Monday, October 15, 2012
Intentions versus Actions (in Game Design). A warning for new game designers
“[The road to] hell is paved with good intentions.” Traditional proverb
"You can't build a reputation on what you are going to do." Henry Ford
One reason why so many aspiring game designers “never get anywhere” is the confusion between intention and action. Different generations view this quite differently. Older people recognize that it’s what you do that is most important, not what you intend or what you say you’ll do or what you wanted to do. They're in tune with Henry Ford. Young people tend to believe that intention is so important that it can excuse a lack of action.
The classic, to my mind, is the student who loses his schoolwork because he lost his USB drive or otherwise lost the electronic copy and had not backed it up. He seems to think this excuses not having the work, though the teacher isn’t likely to agree. Another is the student who objects to the typical college policy that you cannot have drinks near computers for fear that they’ll be spilled onto the computer. The student says “I’m not going to spill it”. The teacher says “of course you don’t intend to spill it but we’re talking about accidents”. If there’s sticky pop spilled all over a keyboard it hardly matters that you didn’t intend to spill it.
In the business world - remember that if you intend to make money, game design is a business - actions count, not intentions. If your deadline arrives and you say “my computer died and I have no backup”, you’ve Epic Failed, and your contract could be revoked, you could even be fired. Isn’t it your responsibility to have several backups?
I can picture some young people saying “that’s not fair”. That’s debatable, but what isn’t debatable is that Life is Not Fair. Live with it. Though I have to say that I think it’s perfectly fair that if you failed to backup your stuff, you’re at fault.
I attended some panel discussions with published novelists at GenCon 2012 in Indianapolis. Several times they all agreed that one of the most important things in successful writing is meeting deadlines. "What does that have to do with creativity?", you might ask. Not a lot, but it has a great deal to do with business, as businesses must work on schedules and deadlines. Sucessful writers, just like successful game designers, are in a business. One panelist (it may have been Matt Forbeck, who writes novels at a furious rate, often as an assigned tie-in with a game or other intellectual property) described how when he was a game designer no one would give him a novel assignment until he'd actually completed a novel. Once he could show that (unpublished) novel to people, he got an assignment to write one.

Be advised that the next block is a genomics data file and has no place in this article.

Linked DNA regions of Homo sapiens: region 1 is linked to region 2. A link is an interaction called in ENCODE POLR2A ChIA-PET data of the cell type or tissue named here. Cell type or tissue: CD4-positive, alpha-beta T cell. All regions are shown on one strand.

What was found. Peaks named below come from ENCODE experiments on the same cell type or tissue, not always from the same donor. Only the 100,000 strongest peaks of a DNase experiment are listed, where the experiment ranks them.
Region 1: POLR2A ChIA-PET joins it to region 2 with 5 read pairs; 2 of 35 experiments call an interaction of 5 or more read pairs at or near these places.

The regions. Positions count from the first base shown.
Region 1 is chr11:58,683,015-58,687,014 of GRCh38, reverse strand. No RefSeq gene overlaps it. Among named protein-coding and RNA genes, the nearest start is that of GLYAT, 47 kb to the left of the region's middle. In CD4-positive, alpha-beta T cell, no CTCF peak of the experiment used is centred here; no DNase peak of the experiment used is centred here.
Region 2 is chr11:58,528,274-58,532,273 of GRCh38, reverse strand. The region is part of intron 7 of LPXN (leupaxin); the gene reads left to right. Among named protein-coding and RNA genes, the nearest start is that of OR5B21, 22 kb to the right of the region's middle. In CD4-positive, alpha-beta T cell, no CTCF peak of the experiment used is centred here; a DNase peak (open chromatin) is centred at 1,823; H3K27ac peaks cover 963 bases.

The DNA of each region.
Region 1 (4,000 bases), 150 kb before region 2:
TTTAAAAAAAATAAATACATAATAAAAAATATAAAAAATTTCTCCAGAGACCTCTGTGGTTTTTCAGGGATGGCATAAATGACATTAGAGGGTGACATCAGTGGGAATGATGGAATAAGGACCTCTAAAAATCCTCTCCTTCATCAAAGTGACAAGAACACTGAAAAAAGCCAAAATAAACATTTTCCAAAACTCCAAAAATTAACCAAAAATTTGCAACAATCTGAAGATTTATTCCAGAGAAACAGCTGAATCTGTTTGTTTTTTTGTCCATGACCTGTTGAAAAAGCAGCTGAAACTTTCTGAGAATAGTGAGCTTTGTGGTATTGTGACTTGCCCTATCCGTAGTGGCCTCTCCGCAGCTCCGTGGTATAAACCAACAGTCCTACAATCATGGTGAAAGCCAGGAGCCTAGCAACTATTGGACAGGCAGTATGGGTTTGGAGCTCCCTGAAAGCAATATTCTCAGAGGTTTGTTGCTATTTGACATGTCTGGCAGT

One of the major differences between “real” game designers and wannabes is that real game designers complete games while wannabes never seem to. They intend to of course, but it just doesn’t happen, the later stages of development are too boring (and yes they are boring), life intervenes, they get distracted by another game. Publishers don’t want incomplete games, even if they normally change the games that are submitted to them. Nor can you sell an incomplete video game, or if you do people will probably find it’s a piece of junk and you’ll ruin your reputation.
And if you find yourself playing games so much that you have no time to design, your intention to design games doesn’t do you any good, nor will anybody in the industry care what you intended. They care about what you actually did.
Ask any professional in creative industries such as fiction writing, art, or game design, and they’ll tell you that one of the most important things is to meet deadlines. What your intentions may have been does not matter when you miss a deadline. What your (in)action does is give you a bad reputation that means people will be much less likely to entrust you with projects in the future.